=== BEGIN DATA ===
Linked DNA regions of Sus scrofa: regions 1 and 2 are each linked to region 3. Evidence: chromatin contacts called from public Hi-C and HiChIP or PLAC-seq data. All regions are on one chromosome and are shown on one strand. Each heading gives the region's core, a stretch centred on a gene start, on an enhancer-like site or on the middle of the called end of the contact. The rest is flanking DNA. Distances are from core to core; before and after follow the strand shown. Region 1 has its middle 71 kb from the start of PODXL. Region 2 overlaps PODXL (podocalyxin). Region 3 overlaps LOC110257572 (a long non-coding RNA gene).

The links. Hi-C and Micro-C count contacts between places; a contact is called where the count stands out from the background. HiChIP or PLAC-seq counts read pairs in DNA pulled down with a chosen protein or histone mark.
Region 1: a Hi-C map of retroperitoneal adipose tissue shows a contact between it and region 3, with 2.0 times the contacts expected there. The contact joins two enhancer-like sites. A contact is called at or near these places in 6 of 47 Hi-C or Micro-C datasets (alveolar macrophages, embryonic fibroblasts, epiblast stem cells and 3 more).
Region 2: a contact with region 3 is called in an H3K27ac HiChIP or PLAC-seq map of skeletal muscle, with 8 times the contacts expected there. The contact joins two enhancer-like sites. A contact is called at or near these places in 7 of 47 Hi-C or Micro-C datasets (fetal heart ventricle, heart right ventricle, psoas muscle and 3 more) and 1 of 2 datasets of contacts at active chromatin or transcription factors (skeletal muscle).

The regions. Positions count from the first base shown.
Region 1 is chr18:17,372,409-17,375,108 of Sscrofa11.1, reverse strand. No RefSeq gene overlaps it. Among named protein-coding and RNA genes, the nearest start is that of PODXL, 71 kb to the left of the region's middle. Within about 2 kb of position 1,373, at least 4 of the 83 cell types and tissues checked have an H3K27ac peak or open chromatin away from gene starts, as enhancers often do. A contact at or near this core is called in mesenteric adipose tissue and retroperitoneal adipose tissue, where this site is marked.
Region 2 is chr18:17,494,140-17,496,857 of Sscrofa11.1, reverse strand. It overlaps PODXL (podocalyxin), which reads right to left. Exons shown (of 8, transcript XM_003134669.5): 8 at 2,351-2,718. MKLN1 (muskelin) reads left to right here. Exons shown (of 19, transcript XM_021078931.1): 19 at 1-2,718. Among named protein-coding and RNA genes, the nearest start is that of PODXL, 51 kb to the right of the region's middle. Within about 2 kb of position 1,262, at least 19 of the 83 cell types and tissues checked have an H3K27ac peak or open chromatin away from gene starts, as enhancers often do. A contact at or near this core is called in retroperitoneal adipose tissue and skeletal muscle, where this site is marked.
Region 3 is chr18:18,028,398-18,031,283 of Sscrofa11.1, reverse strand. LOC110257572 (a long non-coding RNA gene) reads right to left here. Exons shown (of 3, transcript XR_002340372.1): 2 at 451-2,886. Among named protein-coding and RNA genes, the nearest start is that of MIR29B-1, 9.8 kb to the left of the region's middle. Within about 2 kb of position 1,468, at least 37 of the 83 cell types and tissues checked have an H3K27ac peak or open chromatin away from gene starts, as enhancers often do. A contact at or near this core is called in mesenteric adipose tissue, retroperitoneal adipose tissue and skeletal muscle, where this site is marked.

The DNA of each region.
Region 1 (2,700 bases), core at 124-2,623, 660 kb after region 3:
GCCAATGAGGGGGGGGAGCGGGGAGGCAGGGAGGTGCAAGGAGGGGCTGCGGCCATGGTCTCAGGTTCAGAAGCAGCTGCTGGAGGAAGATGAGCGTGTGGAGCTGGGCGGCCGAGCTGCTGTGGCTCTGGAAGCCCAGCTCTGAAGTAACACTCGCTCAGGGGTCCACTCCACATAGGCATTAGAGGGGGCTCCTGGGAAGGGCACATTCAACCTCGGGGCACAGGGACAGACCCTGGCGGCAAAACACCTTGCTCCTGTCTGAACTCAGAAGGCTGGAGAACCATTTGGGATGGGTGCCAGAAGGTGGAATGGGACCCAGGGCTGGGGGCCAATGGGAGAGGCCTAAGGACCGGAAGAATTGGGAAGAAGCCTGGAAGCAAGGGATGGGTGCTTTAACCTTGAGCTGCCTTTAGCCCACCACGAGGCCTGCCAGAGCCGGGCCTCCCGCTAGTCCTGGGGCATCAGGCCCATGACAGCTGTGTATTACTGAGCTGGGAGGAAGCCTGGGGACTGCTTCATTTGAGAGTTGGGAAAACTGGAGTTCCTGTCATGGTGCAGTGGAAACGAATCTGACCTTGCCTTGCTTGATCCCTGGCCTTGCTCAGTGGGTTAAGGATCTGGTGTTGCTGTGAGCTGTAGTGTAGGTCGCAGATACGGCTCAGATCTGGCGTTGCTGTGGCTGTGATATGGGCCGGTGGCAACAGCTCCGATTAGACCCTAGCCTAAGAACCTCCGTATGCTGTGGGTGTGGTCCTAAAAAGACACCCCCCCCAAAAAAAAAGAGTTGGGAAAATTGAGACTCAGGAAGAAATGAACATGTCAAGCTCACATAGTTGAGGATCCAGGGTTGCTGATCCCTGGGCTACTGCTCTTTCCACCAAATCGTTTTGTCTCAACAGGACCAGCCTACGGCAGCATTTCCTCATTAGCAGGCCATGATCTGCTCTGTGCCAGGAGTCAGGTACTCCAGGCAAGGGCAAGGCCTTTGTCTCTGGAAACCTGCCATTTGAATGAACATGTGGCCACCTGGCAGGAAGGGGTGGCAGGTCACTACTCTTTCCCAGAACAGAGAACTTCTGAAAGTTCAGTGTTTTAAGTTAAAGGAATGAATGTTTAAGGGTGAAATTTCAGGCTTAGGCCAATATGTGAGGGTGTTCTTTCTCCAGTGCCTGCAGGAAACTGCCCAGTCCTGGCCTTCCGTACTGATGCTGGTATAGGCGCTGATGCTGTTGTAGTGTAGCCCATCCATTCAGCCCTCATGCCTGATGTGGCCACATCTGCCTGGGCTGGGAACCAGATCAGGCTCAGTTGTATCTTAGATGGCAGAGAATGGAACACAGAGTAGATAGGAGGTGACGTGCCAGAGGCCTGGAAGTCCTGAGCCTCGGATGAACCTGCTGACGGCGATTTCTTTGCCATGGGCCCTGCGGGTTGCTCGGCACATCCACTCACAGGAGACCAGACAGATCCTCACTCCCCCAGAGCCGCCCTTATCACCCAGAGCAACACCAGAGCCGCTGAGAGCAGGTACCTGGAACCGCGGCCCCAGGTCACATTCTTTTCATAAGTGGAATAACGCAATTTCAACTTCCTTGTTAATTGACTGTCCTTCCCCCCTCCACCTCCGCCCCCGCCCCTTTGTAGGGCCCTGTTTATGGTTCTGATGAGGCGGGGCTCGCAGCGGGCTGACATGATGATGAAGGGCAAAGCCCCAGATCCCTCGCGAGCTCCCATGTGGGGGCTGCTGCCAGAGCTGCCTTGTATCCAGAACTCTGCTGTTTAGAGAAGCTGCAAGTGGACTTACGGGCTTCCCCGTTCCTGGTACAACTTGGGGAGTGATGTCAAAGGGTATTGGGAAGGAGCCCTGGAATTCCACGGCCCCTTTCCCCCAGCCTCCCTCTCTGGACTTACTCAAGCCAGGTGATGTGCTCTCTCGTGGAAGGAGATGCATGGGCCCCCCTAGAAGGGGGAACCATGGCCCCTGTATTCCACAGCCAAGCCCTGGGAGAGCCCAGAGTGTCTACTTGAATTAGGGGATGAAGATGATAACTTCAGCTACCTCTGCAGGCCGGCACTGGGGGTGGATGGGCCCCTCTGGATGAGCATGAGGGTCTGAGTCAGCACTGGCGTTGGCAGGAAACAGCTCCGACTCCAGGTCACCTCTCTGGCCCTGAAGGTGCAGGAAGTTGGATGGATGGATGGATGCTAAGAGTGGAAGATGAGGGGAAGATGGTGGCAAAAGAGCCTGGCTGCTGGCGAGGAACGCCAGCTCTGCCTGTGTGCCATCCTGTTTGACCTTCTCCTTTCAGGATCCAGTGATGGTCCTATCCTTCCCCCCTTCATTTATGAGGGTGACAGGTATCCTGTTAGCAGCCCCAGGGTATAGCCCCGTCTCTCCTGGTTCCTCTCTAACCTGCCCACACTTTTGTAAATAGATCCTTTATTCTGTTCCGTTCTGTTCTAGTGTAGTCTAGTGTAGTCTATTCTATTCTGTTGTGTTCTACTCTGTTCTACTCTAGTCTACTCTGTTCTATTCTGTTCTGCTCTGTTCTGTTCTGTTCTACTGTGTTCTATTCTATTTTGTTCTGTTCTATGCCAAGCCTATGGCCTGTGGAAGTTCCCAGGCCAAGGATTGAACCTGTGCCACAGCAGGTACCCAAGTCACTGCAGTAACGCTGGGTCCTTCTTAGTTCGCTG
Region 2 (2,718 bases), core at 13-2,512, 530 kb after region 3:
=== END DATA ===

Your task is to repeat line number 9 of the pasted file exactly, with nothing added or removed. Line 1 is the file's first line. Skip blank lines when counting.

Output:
The DNA of each region.